I recently received a number of copies of this book now in its paperback release. The extra copies are for the current beer blog contest (winners soon to be announced) and have to admit that I enjoyed it even though it covered very similar ground as another previously reviewed book - and a book that I included in a post sub-titled "Three Beer Books I Do Not Love." That earlier book was Brewing Up A Business by Sam Calagione of Dogfish Head. What is the difference in this book about the founding and success of the Brooklyn Brewery? Well, there there is none and there is plenty.
First the none. These are both books about the making of a brewery as a business. They are not books about the beer itself. Both books set out the respective business planning that went into the respective high-level of success enjoyed by an east coast US craft brewery that came into being in the last couple of decades. You learn about marketing issues and struggles to get off the ground, mainly through humourous anecdote. But that is where the similarities in large part end as the difference in the books reflect the difference in the history of the breweries and likely the differences in the actual personalities involved.
When I read Brewing Up A Business I felt after a few chapters that I was being marketed to by a somewhat manic obsessive, which I think was really the case. Much of the message in that book was about pushing, pushing, pushing and going with one's passion. In a way, it reflected a very Gen X approach: love what you do and what you do will do well because of the passion you bring. All fine but if I had to read the line "off-center beers for off-center people" one more time I thing I was going scream - and not only because the idea of craft beer lovers as off-center people sorta makes no sense. Not sheep, maybe, but doesn't that really make you more centered?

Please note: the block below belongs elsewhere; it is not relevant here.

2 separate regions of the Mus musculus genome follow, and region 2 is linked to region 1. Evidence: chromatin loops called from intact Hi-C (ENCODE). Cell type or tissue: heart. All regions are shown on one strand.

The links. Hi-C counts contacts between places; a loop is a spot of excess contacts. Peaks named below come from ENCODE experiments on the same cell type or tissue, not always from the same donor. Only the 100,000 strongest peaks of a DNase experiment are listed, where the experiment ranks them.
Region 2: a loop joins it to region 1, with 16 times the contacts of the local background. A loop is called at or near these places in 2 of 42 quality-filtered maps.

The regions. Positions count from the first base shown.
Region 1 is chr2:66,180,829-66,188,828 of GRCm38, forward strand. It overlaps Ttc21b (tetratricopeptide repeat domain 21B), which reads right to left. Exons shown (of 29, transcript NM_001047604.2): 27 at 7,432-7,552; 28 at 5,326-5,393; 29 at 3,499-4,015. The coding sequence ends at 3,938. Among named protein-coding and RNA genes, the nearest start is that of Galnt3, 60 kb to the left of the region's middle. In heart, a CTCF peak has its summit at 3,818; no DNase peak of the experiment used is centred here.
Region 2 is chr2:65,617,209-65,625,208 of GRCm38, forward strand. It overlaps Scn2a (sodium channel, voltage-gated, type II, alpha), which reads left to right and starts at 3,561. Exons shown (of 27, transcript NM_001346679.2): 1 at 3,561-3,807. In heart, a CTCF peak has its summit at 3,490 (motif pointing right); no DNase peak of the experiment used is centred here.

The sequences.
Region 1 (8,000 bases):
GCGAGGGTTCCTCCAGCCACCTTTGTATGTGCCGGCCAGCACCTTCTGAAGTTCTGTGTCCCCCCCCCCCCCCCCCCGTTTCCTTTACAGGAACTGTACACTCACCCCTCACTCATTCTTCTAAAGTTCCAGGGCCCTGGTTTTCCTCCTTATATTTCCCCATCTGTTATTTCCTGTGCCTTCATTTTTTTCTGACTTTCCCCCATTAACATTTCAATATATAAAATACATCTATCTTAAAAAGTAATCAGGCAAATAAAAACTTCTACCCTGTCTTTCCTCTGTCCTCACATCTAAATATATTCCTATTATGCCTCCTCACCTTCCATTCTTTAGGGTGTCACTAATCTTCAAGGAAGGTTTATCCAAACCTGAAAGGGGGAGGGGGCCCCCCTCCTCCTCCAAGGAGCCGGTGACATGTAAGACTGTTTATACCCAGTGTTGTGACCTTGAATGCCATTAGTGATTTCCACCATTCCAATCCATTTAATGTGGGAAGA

Beer School, on the other hand, reflects a much more practical and much more conventional business-like approach. It talks about the importance of staff, business plans, lawyers, that sort of critical dull stuff - especially their need to have a lawyer who knew how to deal with the mob. It does also mention passion in the sense that long term staff are recognized as being there due to their passion and in the dedication of the founders, Steve Hindy and Tom Potter, to the brewery. But it also recognizes both planning and jumping into the uncertain unknown as key parts to the life of a business. Passion cannot replace care or good risk management when facing unknowns. Beer School also details how the joint ownership meant different skills were brought to the business and that both trusting others and giving up some control to those other at times was key. Unlike Brewing Up A Business, there is no sense that you are dealing with a one man band. I like that as even guys in one man bands have mothers who told them they liked the noise.
To be fair, both books are important and speak to each other in an interesting way: explaining options, showing there is no one path, confirming different personalities can be successful in the same field in different ways. You can think of them in this light: where Calagione is looking forward with the abandon of an semi-mad optimist and perhaps shows more of the sunny side of what got him and his brewery to where they are today, Hindy and Potter look back to record what transpired so as to pass on the schooling they knew they received. Perhaps this is more due to their previous lives - one a war correspondent, the other the banker - compared to Calagione's contentment with his anti-authoritarian who found his contentment through his business. Read both and tell me what you think.